I have wood burning fireplace in my home with a circulating air fan to heat my home. In recent years I've been less and less inspired to use it - even though I use downed wood from trees on my property that would otherwise rot releasing carbon dioxide - since I am aware that about half of the seven million air pollution deaths that take place each year are from the combustion of biomass, particularly indoors. My home is regrettably heated by dangerous natural gas which is less of an air pollution source than wood, at least in a purely chemotoxic sense, but noxious all the same in a climate sense. About 50% of the electricity supplies in my state is for the time being supplied by nuclear energy, so when possible I do use electric space heaters.

(I'm not sure we're going to have all that many winters in New Jersey in the future, since we bet the planetary atmosphere on so called "renewable energy" with the result that the rate of climate change driving carbon dioxide releases is rising, not falling. So called "renewable energy" didn't work, isn't working and won't work.)

But in any case, if you have a wood pellet stove, be safe.

Enjoy the rest of your Sunday afternoon.

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Reply A Brief Note of Warning on Fatalities Associated With the Storage of Wood Stove Pellets. (Original post)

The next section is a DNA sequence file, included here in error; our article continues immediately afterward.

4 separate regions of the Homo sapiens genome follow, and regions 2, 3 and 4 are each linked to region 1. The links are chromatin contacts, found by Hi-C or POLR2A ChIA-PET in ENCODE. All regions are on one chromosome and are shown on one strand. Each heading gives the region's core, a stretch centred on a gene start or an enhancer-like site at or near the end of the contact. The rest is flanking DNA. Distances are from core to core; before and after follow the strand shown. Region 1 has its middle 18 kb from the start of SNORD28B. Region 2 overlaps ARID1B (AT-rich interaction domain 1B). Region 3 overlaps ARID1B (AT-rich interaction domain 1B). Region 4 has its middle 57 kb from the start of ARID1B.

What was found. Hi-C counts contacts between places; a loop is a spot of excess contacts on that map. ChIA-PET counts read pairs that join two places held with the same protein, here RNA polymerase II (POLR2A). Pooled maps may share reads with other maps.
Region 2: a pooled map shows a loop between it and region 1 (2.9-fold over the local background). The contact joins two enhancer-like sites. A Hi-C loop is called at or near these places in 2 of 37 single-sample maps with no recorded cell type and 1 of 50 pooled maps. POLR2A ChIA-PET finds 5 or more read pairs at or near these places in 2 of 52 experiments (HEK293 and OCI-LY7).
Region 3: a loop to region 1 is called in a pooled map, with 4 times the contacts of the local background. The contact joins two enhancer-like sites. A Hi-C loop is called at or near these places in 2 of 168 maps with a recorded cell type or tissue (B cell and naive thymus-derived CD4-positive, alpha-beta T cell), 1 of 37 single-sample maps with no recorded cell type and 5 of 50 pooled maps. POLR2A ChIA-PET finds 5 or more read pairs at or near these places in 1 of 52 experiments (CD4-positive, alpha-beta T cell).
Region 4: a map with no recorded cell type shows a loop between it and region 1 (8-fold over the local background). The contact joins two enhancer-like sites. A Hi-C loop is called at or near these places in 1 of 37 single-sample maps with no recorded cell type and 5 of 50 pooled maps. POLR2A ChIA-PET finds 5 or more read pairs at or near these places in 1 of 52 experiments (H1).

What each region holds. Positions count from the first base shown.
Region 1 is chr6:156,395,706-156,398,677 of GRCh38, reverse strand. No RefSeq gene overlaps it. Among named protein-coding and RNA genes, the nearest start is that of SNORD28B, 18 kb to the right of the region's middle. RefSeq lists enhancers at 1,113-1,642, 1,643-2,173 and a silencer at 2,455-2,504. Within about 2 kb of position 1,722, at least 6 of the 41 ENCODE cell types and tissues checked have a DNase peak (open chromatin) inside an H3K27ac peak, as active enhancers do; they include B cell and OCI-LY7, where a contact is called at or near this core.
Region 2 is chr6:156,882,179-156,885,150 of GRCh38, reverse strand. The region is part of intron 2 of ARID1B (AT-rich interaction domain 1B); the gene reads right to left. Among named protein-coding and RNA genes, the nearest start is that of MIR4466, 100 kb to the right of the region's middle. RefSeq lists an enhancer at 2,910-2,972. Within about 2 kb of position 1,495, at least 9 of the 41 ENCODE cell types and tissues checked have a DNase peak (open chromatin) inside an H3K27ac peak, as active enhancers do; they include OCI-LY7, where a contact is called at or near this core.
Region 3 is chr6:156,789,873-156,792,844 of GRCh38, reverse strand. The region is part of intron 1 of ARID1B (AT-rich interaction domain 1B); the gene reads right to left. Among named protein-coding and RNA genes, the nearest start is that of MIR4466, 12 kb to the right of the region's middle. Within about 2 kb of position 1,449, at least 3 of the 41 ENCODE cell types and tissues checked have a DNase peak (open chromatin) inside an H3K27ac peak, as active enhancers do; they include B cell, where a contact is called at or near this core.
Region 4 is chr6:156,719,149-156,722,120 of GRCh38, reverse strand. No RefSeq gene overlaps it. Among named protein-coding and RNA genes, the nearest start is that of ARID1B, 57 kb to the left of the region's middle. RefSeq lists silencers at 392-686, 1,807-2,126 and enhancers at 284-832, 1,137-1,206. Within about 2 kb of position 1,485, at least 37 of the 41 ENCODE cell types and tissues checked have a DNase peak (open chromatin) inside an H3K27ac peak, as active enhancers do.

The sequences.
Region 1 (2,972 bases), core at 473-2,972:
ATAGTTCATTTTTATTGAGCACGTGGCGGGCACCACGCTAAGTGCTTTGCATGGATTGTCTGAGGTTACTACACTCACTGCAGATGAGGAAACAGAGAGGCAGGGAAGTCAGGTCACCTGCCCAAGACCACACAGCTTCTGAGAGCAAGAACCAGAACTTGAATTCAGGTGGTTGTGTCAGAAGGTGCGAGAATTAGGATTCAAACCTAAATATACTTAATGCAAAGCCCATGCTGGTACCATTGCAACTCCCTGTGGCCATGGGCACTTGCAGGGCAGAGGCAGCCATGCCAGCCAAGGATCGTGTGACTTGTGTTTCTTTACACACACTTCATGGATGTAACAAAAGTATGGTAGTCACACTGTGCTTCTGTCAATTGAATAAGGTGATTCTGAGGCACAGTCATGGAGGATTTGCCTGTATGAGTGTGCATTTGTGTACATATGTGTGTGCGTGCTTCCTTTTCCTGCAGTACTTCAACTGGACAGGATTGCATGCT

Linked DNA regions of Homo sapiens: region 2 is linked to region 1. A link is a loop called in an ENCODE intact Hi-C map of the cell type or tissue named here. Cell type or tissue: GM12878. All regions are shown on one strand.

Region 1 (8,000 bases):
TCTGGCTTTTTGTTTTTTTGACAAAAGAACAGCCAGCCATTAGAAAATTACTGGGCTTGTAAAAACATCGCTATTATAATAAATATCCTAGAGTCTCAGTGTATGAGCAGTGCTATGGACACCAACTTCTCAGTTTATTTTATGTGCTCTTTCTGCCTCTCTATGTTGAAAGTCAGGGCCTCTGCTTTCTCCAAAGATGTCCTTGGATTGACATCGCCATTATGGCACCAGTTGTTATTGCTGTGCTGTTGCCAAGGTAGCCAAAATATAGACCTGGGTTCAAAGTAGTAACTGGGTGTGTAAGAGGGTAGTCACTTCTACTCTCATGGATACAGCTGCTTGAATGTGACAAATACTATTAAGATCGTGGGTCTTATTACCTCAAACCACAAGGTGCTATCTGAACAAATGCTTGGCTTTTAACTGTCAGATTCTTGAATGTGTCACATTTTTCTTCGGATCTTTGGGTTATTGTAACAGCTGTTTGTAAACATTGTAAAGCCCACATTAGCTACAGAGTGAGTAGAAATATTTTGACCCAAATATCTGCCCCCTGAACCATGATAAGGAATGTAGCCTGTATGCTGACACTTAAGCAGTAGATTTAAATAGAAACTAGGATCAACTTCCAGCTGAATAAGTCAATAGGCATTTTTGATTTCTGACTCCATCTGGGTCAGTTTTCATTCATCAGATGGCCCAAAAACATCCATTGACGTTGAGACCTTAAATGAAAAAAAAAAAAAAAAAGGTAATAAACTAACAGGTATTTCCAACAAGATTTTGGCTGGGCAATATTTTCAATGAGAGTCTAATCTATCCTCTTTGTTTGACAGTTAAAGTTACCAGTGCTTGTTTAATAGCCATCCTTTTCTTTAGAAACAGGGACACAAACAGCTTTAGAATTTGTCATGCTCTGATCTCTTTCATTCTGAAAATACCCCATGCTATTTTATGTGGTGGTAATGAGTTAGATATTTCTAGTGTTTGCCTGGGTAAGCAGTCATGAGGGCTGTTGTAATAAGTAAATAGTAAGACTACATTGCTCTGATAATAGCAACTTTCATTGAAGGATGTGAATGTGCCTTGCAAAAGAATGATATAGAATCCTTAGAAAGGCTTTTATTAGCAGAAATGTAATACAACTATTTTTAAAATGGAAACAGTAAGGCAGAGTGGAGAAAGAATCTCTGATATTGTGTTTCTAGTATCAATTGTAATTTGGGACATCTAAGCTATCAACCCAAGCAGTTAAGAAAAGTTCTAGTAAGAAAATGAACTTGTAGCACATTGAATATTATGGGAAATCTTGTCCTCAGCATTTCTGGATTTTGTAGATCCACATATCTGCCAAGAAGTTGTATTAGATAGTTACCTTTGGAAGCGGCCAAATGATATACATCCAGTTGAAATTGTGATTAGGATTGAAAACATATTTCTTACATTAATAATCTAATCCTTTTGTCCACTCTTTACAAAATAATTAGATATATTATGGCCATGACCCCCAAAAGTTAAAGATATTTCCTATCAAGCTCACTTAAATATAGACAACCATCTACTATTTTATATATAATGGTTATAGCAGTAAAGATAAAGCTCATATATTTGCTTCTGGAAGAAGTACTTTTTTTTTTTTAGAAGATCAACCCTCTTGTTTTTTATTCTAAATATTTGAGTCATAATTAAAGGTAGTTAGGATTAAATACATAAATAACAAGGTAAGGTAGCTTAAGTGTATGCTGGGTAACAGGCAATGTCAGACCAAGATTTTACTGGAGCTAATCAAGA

NNadir Sep 2016 OP
hatrack Sep 2016 #1
NNadir Sep 2016 #3
matt819 Sep 2016 #2
NNadir Sep 2016 #4

Response to NNadir (Original post)

Sun Sep 11, 2016, 02:54 PM

1. Whiskey. Tango. Foxtrot.

Wow, I would never have guessed that as a hazard in a million years.

Interesting - and thank you!

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Response to hatrack (Reply #1)

Sun Sep 11, 2016, 03:10 PM

3. I was very surprised myself. On seeing it, I emailed some family members who I know use pellet...


I'd feel horrible beyond belief if I'd become aware of this and said nothing.

Probably the risk is relatively small compared to the risk of getting lung cancer from burning biomass, for example, but on the other hand, it's a safety issue of which people should be aware. It's quite possible that some fatalities have not been recorded, since even mild carbon monoxide related hypoxia can lead to heart attacks. If I recall correctly from my readings on this topic, many of the mechanisms for fatalities related to air pollution do in fact, involve this mechanism. Air pollution deaths, like smoking deaths, are not entirely about cancer.

You're most welcome. Thank you for your attention to issues in the environment. You're a real serious news source.

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Response to NNadir (Original post)

Sun Sep 11, 2016, 03:07 PM

2. Had no idea

I use kiln dried firewood on my wood stove. First, not much is stored in thehouse st any one time. It's in the wood shed or under tarp. So there's that. Also, I'm wondering whether the rejTivrly minimal processing of firewood reduces the chance for fumes of any kind.

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Response to matt819 (Reply #2)

Sun Sep 11, 2016, 03:12 PM

4. I suspect that pellets are much more prone to this effect than wood.

This is unquestionably related to surface area. Firewood simply doesn't have the same exposure to air that pellets do.